QUINCY – About 150 Catholics devoted to the Venerable Servant of God Father Augustine Tolton who grew up in Quincy, ministered in there, and is buried in there, commemorated the 125th anniversary of his death with a pilgrimage procession on Saturday, July 9 in Quincy. Father Tolton is recognized as the first black priest in the United States and the Cause for his beatification and canonization of sainthood is ongoing in Rome.
The mile-long pilgrimage procession began at the statue of Father Tolton outside St. Peter Catholic Church. After a few words of welcome and explanation, followed by a prayer, the pilgrimage procession processed to St. Peter Catholic Cemetery where Father Tolton is buried. The celebration of Holy Mass then took pace with Bishop Thomas John Paprocki as the celebrant.
The pilgrims also prayed for an end to hatred and violence, greater respect for life, and for more priests through Father Tolton’s intercession, as well as for Father Tolton’s canonization as a saint. The pilgrimage procession concluded with the singing of “Holy God, We Praise Thy Name,” Father Tolton’s favorite hymn.
“When he left Quincy for Rome, Father Tolton promised not to forget the people of the Gem City, so we must not forget him either,” said Father Daren Zehnle, pastor of St. Augustin in Ashland and who organized the event. “It is fitting to remember him on the anniversary of his death to pray for his canonization, to ask his intercession, and to strive to emulate his virtues.”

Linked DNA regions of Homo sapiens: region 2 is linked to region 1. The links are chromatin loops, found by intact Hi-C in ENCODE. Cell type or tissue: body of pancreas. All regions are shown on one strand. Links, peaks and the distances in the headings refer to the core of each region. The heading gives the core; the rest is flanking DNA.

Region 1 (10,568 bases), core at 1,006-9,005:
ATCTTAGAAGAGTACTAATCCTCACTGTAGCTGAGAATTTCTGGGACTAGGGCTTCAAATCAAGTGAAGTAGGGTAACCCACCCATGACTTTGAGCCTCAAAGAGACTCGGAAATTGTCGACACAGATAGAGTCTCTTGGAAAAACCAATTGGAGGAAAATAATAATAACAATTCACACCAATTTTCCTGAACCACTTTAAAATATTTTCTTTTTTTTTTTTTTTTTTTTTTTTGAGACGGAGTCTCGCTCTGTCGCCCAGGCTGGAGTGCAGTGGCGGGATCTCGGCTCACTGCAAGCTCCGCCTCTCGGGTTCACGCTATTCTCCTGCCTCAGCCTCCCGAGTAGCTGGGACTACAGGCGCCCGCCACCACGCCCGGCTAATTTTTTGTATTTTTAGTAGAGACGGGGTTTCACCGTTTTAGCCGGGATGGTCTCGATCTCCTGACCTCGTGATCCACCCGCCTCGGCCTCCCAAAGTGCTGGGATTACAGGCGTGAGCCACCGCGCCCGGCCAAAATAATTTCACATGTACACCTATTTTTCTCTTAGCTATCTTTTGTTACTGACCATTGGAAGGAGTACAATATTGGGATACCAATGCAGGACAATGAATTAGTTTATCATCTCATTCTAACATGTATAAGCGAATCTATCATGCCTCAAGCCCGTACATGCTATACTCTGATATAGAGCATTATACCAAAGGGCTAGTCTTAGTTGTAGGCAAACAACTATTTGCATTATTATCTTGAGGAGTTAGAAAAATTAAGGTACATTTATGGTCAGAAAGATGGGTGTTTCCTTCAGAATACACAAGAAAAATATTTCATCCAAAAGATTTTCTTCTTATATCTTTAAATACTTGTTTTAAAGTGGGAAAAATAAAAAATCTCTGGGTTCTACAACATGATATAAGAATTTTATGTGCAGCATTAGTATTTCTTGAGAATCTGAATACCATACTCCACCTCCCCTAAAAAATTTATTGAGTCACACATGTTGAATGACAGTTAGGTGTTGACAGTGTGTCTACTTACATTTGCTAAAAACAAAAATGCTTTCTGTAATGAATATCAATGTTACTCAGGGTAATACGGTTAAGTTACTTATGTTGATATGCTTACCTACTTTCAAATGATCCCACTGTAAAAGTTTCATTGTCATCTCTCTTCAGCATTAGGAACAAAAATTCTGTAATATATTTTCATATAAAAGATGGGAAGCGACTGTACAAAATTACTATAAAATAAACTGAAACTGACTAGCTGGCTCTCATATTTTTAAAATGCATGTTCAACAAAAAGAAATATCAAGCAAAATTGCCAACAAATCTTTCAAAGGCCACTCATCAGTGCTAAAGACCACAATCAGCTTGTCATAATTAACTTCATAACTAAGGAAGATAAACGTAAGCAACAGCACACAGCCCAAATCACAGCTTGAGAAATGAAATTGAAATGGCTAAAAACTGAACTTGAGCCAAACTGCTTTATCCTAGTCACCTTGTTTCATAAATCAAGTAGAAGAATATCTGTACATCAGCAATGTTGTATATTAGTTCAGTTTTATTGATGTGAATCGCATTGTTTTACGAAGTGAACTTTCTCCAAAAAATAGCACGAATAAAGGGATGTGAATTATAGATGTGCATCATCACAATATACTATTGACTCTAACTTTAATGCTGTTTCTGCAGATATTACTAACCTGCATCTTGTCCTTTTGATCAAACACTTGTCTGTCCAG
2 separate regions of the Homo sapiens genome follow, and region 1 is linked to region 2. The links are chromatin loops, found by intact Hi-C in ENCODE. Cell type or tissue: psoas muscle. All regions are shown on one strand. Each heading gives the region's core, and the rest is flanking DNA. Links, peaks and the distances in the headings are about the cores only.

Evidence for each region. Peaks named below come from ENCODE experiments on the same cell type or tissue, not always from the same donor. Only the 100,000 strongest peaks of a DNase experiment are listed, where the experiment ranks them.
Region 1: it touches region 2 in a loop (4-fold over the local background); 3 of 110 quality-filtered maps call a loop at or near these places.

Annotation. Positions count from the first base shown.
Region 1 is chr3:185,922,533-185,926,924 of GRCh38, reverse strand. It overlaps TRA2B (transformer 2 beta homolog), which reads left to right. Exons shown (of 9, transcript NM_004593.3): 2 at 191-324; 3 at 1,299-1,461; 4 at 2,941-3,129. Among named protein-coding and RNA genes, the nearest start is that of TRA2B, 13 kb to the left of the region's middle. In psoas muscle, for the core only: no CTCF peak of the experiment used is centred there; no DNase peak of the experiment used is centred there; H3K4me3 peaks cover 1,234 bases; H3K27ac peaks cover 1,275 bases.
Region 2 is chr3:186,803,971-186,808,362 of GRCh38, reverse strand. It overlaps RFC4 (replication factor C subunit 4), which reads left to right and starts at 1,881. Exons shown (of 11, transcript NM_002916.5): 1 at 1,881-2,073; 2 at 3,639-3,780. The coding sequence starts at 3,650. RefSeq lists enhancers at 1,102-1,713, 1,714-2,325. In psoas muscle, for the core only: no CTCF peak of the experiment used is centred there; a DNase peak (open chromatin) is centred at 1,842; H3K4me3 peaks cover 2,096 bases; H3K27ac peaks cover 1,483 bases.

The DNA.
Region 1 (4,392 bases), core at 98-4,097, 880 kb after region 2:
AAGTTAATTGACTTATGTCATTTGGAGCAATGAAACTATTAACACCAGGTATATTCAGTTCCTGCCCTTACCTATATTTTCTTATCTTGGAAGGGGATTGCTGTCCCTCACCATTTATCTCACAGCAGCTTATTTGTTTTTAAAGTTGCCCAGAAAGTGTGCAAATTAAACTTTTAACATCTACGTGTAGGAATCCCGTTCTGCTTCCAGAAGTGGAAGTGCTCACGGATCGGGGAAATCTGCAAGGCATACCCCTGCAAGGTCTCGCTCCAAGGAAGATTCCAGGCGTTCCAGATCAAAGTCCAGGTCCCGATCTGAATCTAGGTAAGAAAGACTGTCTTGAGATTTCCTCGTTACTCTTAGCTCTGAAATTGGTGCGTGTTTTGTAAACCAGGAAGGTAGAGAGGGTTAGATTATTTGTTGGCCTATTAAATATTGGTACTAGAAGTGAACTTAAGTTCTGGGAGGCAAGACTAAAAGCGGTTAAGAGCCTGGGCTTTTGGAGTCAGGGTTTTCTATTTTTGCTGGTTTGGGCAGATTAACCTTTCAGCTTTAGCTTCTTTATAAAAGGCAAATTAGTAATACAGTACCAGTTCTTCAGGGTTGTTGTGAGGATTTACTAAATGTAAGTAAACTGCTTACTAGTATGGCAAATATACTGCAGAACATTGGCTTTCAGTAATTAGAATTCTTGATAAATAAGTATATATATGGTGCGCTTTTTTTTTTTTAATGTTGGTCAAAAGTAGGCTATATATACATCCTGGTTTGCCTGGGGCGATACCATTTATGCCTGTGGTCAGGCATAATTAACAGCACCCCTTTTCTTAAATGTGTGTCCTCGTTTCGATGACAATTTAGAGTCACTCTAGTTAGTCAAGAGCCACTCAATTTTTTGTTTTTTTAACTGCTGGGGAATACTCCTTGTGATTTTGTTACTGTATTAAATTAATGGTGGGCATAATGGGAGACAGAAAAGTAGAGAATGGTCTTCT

“If we are to imitate the virtue of Father Tolton, we, too, must seek to be united to the sufferings of Christ throughout our lives so that we might also be glorified with him,” Bishop Paprocki said in his homily. “A most important way for us to be united to sufferings of Christ is to imitate the courageous patience of Father Tolton, especially in a society that is so quick to rage. There is unquestionably no shortage of occasions for each of us to practice this same virtue of courageous patience in our own lives. Opportunities for long-suffering abound in our families, in our places of employment, in our schools, and in society generally. What is needed for us is that we be stout-hearted and wait for the Lord, as Augustine did.”
Father Tolton was born into slavery in 1854. In 1862, his mother and siblings made a daring escape across the Mississippi River to Illinois. After settling in Quincy, he went to school at St. Peter’s Catholic School. Tolton later went to seminary in Rome because no American seminary would accept a black man. Thinking he would minister in Africa, once he was ordained, he was instead sent back to Quincy, where he arrived to thousands of supporters. Known for his incredible singing and homilies, Tolton spent several years in Quincy before transferring to Chicago. He died of heatstroke at the age of 43 on July 9, 1897 and is buried at St. Peter’s Cemetery in Quincy. Pope Francis declared him “Venerable” on June 12, 2019, the second step of four to becoming a saint in the Catholic Church.